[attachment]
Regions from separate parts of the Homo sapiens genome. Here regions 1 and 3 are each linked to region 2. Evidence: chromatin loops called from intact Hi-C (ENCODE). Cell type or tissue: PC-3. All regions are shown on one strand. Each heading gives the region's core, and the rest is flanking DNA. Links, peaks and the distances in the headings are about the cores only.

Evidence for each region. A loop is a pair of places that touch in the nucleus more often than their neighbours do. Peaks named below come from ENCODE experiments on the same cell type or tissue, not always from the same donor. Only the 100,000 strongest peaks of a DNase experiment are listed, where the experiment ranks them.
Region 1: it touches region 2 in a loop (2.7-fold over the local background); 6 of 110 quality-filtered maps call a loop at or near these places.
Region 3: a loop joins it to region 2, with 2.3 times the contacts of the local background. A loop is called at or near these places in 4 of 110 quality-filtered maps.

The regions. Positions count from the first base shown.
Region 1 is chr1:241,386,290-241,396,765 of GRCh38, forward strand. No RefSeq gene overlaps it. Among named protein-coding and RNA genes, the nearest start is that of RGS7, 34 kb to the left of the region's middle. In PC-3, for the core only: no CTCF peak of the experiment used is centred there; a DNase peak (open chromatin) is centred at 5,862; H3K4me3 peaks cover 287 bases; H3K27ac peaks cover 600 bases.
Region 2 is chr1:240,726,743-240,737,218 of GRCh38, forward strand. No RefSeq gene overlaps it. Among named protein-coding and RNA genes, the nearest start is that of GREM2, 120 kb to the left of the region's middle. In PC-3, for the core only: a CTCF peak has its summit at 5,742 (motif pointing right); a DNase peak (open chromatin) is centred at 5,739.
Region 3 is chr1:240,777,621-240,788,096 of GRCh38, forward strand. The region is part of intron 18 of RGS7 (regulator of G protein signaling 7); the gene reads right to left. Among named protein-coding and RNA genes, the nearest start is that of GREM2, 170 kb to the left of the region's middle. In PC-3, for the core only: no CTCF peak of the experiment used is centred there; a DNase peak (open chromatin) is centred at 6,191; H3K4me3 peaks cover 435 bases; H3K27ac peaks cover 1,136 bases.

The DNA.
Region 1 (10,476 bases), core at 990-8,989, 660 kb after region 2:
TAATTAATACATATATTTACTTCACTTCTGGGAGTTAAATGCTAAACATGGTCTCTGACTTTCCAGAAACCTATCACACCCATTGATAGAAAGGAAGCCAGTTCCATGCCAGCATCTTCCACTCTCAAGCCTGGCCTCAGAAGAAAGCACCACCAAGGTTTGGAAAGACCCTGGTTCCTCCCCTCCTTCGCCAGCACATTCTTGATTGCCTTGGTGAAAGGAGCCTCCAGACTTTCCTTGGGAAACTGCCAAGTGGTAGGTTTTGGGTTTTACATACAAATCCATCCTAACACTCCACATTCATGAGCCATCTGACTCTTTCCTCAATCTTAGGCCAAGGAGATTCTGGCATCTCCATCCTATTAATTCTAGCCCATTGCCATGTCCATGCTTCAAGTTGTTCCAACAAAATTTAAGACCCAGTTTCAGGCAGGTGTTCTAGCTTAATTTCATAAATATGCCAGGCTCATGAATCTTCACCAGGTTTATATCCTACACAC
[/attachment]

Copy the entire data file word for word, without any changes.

Regions from separate parts of the Homo sapiens genome. Here regions 1 and 3 are each linked to region 2. Evidence: chromatin loops called from intact Hi-C (ENCODE). Cell type or tissue: PC-3. All regions are shown on one strand. Each heading gives the region's core, and the rest is flanking DNA. Links, peaks and the distances in the headings are about the cores only.

Evidence for each region. A loop is a pair of places that touch in the nucleus more often than their neighbours do. Peaks named below come from ENCODE experiments on the same cell type or tissue, not always from the same donor. Only the 100,000 strongest peaks of a DNase experiment are listed, where the experiment ranks them.
Region 1: it touches region 2 in a loop (2.7-fold over the local background); 6 of 110 quality-filtered maps call a loop at or near these places.
Region 3: a loop joins it to region 2, with 2.3 times the contacts of the local background. A loop is called at or near these places in 4 of 110 quality-filtered maps.

The regions. Positions count from the first base shown.
Region 1 is chr1:241,386,290-241,396,765 of GRCh38, forward strand. No RefSeq gene overlaps it. Among named protein-coding and RNA genes, the nearest start is that of RGS7, 34 kb to the left of the region's middle. In PC-3, for the core only: no CTCF peak of the experiment used is centred there; a DNase peak (open chromatin) is centred at 5,862; H3K4me3 peaks cover 287 bases; H3K27ac peaks cover 600 bases.
Region 2 is chr1:240,726,743-240,737,218 of GRCh38, forward strand. No RefSeq gene overlaps it. Among named protein-coding and RNA genes, the nearest start is that of GREM2, 120 kb to the left of the region's middle. In PC-3, for the core only: a CTCF peak has its summit at 5,742 (motif pointing right); a DNase peak (open chromatin) is centred at 5,739.
Region 3 is chr1:240,777,621-240,788,096 of GRCh38, forward strand. The region is part of intron 18 of RGS7 (regulator of G protein signaling 7); the gene reads right to left. Among named protein-coding and RNA genes, the nearest start is that of GREM2, 170 kb to the left of the region's middle. In PC-3, for the core only: no CTCF peak of the experiment used is centred there; a DNase peak (open chromatin) is centred at 6,191; H3K4me3 peaks cover 435 bases; H3K27ac peaks cover 1,136 bases.

The DNA.
Region 1 (10,476 bases), core at 990-8,989, 660 kb after region 2:
TAATTAATACATATATTTACTTCACTTCTGGGAGTTAAATGCTAAACATGGTCTCTGACTTTCCAGAAACCTATCACACCCATTGATAGAAAGGAAGCCAGTTCCATGCCAGCATCTTCCACTCTCAAGCCTGGCCTCAGAAGAAAGCACCACCAAGGTTTGGAAAGACCCTGGTTCCTCCCCTCCTTCGCCAGCACATTCTTGATTGCCTTGGTGAAAGGAGCCTCCAGACTTTCCTTGGGAAACTGCCAAGTGGTAGGTTTTGGGTTTTACATACAAATCCATCCTAACACTCCACATTCATGAGCCATCTGACTCTTTCCTCAATCTTAGGCCAAGGAGATTCTGGCATCTCCATCCTATTAATTCTAGCCCATTGCCATGTCCATGCTTCAAGTTGTTCCAACAAAATTTAAGACCCAGTTTCAGGCAGGTGTTCTAGCTTAATTTCATAAATATGCCAGGCTCATGAATCTTCACCAGGTTTATATCCTACACAC